During the tenure of Alford Havens as Scout Executive in the 1980’s, a camp office was added onto the end of the dining hall, a metal roof put on the dining hall porch, a new rifle range was built and a health lodge room built inside part of Gee Lodge.  In 1997 a handicapped restroom was added to the camp.

Rifle Range

For many years the rifle range was nothing more than a rock wall used as a backstop in Plum Hollow.  This was fine until the camp built new campsites and one of those campsite was located on the bluff above the rifle range.  One could hear the bullets whistling through the trees next to the bluff.

In 1965, the council decided the present location was too dangerous and the range had to be moved.  Remembering that the camp was located on solid rock, they decided the best thing to do was to build a range with steel bullet traps.  Troop 22, along with Neal Pepper, Walter Walske, Bill Lynn and several others, helped haul steel plate to camp for the new range.  They were able to obtain some huge cable reels for the backstop and mounted steel bullet traps on them. The six bullet traps were made by Ross and Shelton Manufacturing Company of Early.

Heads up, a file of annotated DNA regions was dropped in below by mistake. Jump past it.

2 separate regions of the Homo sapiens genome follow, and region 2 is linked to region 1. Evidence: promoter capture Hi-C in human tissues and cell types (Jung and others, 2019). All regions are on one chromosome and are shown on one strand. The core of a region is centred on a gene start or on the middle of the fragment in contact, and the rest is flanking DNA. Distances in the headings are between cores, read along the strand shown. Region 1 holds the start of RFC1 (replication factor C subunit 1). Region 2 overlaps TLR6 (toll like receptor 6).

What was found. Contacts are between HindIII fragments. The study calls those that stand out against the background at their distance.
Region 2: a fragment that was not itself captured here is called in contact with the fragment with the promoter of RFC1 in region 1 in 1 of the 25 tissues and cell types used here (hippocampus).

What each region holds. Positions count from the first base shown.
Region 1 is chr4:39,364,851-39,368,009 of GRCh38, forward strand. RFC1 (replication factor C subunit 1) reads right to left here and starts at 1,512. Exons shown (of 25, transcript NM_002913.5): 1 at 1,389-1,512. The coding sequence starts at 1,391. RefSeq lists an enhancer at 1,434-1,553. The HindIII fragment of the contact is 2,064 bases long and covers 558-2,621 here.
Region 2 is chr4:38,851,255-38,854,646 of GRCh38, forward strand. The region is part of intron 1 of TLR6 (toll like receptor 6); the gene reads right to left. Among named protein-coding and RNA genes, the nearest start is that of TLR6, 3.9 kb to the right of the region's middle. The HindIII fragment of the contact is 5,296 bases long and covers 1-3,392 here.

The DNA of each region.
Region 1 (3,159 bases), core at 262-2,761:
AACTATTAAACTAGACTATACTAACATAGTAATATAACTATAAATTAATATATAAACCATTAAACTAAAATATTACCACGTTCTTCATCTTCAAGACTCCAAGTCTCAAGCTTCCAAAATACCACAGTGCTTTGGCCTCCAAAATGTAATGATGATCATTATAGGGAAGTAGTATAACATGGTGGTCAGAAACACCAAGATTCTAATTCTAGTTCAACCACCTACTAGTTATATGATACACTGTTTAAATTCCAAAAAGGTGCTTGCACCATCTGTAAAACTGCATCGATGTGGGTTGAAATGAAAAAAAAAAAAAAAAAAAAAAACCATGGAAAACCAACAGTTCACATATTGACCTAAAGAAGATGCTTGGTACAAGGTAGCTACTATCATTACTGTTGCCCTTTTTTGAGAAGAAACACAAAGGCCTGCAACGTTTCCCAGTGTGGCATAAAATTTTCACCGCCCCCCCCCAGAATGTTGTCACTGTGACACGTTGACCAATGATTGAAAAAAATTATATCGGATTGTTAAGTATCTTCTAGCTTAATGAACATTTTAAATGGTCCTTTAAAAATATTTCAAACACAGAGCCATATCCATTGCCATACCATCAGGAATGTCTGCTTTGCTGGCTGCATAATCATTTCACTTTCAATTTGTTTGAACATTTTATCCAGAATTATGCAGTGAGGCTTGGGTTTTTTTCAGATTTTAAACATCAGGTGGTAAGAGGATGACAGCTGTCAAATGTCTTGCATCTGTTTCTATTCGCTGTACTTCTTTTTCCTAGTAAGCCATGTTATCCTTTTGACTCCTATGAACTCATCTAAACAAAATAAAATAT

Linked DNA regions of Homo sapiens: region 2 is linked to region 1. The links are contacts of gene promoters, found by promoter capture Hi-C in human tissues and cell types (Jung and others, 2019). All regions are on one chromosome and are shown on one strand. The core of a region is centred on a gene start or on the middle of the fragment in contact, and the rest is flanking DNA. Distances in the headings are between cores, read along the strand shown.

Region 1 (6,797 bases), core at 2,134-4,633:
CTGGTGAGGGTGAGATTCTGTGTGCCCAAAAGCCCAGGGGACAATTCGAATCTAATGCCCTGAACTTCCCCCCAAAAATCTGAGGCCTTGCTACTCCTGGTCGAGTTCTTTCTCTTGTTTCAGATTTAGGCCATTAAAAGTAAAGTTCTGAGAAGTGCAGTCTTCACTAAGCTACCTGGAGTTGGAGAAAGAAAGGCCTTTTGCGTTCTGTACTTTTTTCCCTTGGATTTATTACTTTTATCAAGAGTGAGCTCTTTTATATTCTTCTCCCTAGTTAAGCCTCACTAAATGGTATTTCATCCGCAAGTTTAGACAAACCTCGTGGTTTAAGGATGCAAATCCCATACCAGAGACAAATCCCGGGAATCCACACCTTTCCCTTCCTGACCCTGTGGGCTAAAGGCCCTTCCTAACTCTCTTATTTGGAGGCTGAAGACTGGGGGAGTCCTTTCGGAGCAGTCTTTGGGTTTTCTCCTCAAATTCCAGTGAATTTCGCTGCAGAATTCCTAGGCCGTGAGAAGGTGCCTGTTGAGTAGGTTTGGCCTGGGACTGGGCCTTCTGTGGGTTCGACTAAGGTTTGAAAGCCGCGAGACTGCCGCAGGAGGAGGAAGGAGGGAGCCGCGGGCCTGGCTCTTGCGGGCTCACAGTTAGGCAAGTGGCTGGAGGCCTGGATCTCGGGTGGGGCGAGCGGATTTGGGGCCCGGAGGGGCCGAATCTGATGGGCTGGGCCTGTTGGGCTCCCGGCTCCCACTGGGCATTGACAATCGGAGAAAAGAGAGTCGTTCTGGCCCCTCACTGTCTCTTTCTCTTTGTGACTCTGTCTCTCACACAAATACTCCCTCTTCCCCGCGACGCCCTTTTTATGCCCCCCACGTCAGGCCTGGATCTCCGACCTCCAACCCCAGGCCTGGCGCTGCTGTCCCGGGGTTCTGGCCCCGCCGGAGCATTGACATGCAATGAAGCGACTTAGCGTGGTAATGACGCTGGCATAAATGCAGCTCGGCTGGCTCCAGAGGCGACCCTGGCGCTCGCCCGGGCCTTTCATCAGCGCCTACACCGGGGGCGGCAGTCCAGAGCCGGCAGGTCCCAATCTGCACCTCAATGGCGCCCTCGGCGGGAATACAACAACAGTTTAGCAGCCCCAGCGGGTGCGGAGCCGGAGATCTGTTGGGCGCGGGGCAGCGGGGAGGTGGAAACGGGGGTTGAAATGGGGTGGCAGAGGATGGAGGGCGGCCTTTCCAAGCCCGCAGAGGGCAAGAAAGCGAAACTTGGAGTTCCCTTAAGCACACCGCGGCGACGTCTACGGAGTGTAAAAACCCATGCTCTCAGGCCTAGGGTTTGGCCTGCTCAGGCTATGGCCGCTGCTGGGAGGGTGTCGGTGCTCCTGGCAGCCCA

In 1985, a pavilion in honor of Seth Moore was built at the range and other improvements were made to the backstops.  They removed the bullet traps and mounted sheet metal, at a forty-five degree angle,  across the back of the range against the spools and added rubber tires to catch the bullets.  This worked well for many years until the metal became pitted from people shooting black powder rifles at it.

New First Aid Lodge 
In the mid 90’s, the council had to tear the backstop system down and close the range.  Now the camp used only BB Guns to teach rifle safety and shooting on the range.  A new rifle range was built in 1999 closer to the entrance to camp and the camp went back to using 22 cal. single shot rifles.